After months of tests and numerous specialist appointments, it came down to if I was ever going to try for my own baby it had to be now. PANIC! In steps my incredible parents who without a second thought offered to support whatever I decided, even if it meant moving in with them with their potential grandchild. If it was going to be now or never, I knew I had to try, even if it meant hoping for a miracle. I needed to know that I would be able to look back on that time without regrets, knowing I had done everything I could to make my dream of being a mother a reality.
Again, PANIC! Making the decision was one thing, but where does a student come up with the thousands of dollars it costs for fertility treatment? And where do I get the required sperm when the public system takes several years to be given a donor?
Several awkward weeks followed where I practically begged every male I knew for his sperm. Up until this point I had been pretty quiet about my diagnosis, but desperate times called for desperate measures and a few very uncomfortable conversations. It is amazing how little men know about female fertility.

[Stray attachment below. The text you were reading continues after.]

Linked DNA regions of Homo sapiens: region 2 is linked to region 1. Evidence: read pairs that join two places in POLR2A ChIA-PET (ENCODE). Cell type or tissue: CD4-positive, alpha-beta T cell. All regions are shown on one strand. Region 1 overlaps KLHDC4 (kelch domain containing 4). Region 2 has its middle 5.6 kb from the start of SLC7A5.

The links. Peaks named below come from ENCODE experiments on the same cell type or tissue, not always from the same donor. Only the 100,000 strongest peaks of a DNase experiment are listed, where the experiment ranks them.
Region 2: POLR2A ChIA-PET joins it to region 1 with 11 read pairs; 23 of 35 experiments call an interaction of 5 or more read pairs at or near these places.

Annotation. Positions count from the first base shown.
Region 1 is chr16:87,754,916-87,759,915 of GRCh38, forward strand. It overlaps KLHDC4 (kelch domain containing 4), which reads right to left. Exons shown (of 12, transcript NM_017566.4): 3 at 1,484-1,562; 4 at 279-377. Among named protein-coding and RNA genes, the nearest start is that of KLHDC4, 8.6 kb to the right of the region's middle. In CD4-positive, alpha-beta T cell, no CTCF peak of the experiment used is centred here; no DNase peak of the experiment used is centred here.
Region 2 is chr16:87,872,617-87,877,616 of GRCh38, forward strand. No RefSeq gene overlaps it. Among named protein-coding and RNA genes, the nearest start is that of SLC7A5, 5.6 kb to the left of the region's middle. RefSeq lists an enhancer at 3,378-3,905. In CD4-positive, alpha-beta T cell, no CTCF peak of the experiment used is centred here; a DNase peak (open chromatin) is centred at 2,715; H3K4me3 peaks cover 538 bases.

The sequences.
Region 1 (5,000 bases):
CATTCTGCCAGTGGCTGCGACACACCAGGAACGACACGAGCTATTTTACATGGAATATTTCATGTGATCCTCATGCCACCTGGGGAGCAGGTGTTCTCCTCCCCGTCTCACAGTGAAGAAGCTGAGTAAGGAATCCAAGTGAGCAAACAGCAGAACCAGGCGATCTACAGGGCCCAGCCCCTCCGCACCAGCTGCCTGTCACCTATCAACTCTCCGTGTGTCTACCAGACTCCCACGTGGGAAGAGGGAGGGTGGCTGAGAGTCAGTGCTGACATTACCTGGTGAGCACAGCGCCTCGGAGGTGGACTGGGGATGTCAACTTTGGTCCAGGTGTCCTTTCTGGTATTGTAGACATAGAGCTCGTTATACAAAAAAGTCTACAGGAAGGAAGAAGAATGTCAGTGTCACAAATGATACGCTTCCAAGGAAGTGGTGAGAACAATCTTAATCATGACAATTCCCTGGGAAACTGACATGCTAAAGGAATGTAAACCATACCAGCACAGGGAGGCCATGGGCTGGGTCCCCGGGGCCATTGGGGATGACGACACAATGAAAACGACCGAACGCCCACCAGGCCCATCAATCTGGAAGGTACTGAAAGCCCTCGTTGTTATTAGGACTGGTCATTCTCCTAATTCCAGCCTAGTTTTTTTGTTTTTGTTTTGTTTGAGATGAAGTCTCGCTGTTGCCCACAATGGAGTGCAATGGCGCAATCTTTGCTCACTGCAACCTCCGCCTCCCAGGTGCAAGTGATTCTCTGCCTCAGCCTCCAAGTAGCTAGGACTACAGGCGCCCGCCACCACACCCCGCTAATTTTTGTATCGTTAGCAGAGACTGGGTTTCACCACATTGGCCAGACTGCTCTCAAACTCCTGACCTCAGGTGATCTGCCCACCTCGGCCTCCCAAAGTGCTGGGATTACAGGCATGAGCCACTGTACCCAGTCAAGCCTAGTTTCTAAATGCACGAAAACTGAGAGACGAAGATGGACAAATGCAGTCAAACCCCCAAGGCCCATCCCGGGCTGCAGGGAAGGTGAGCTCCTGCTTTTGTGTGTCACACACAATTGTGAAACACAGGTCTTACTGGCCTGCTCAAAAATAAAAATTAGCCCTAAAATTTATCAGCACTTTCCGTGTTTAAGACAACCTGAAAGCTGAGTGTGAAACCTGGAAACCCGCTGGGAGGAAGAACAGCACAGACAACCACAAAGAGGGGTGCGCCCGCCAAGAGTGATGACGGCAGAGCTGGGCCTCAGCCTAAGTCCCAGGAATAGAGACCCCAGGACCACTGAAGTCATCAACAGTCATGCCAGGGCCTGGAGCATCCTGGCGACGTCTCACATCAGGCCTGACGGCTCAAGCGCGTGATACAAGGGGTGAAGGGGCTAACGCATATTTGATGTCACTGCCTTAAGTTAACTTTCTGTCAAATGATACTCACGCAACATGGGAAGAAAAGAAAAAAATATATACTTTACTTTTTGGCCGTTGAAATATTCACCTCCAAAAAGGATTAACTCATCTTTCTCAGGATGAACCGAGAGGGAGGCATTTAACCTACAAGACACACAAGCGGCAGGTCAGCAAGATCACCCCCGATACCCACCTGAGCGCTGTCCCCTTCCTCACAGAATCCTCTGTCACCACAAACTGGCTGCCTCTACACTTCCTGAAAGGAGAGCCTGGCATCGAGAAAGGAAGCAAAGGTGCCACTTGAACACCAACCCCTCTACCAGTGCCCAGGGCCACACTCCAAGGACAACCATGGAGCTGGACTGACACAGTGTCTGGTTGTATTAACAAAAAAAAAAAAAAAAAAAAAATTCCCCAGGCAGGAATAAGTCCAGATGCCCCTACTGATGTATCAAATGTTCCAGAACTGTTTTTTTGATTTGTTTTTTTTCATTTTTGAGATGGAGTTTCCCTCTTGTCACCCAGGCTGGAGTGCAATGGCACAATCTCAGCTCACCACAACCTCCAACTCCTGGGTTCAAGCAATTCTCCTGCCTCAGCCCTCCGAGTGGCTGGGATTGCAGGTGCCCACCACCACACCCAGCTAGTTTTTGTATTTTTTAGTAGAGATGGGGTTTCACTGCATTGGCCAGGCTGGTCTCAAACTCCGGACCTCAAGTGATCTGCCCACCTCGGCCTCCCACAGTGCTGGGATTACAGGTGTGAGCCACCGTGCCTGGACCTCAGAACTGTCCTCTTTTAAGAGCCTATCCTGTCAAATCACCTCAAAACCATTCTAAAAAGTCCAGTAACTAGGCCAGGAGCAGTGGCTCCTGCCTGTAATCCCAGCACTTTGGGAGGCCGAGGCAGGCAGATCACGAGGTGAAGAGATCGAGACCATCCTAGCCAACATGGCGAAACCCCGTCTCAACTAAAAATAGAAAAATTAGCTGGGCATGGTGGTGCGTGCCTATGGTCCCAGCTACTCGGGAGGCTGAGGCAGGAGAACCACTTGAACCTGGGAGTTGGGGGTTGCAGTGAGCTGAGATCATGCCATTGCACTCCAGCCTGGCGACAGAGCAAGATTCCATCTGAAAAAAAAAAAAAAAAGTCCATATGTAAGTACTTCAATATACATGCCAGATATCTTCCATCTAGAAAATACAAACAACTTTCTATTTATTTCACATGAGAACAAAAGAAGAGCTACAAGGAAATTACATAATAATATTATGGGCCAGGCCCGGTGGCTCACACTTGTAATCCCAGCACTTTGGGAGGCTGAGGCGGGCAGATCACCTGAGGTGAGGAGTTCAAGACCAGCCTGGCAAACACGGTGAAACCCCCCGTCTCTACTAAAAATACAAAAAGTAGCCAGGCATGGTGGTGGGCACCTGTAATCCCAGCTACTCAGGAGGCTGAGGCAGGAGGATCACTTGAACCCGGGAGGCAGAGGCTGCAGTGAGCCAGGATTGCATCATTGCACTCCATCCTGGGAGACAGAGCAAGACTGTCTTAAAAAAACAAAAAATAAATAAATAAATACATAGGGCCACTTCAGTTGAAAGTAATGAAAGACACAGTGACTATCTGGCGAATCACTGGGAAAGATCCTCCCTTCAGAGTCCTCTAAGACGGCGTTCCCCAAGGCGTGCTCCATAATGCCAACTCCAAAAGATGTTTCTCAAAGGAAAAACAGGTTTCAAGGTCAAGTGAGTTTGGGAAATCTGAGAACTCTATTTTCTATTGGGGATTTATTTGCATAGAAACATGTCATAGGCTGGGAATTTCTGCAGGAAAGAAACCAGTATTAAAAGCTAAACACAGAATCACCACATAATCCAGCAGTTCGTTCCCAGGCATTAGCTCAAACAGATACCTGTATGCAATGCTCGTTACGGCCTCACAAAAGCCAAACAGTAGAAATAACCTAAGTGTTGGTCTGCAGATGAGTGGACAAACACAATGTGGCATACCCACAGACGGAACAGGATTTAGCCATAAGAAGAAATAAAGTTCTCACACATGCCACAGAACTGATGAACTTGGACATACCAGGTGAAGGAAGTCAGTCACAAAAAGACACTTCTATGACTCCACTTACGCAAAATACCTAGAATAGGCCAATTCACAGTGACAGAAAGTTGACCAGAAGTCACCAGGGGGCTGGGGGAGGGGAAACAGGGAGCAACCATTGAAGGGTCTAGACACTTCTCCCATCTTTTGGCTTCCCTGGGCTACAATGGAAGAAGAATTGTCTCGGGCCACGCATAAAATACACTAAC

An unexpected but very generous friend offered to come to my rescue. Not only did he offer to be my donor but he became an incredible support throughout the process. I jumped right in with both feet and was ready to get the process underway. All of my hope was pinned on this one little sperm sample, just to be let down once again when the sample came back as a dud, leaving me with the job of telling my friend - who was so generous with helping me - that he would also be unlikely to have children of his own.
Along comes another friend and another set of tests. Surely this was my chance, but even with a slightly better sample than the 1st donor, the odds of less than 5% success were hard to swallow.
At this point I had pretty much given up all hope. Getting pregnant had completely taken over my life for 6 months and I was turning into a single-minded crazy lady. I decided I needed to give myself a break. I had tried everything possible and had to accept the truth that it just wasn’t meant to be.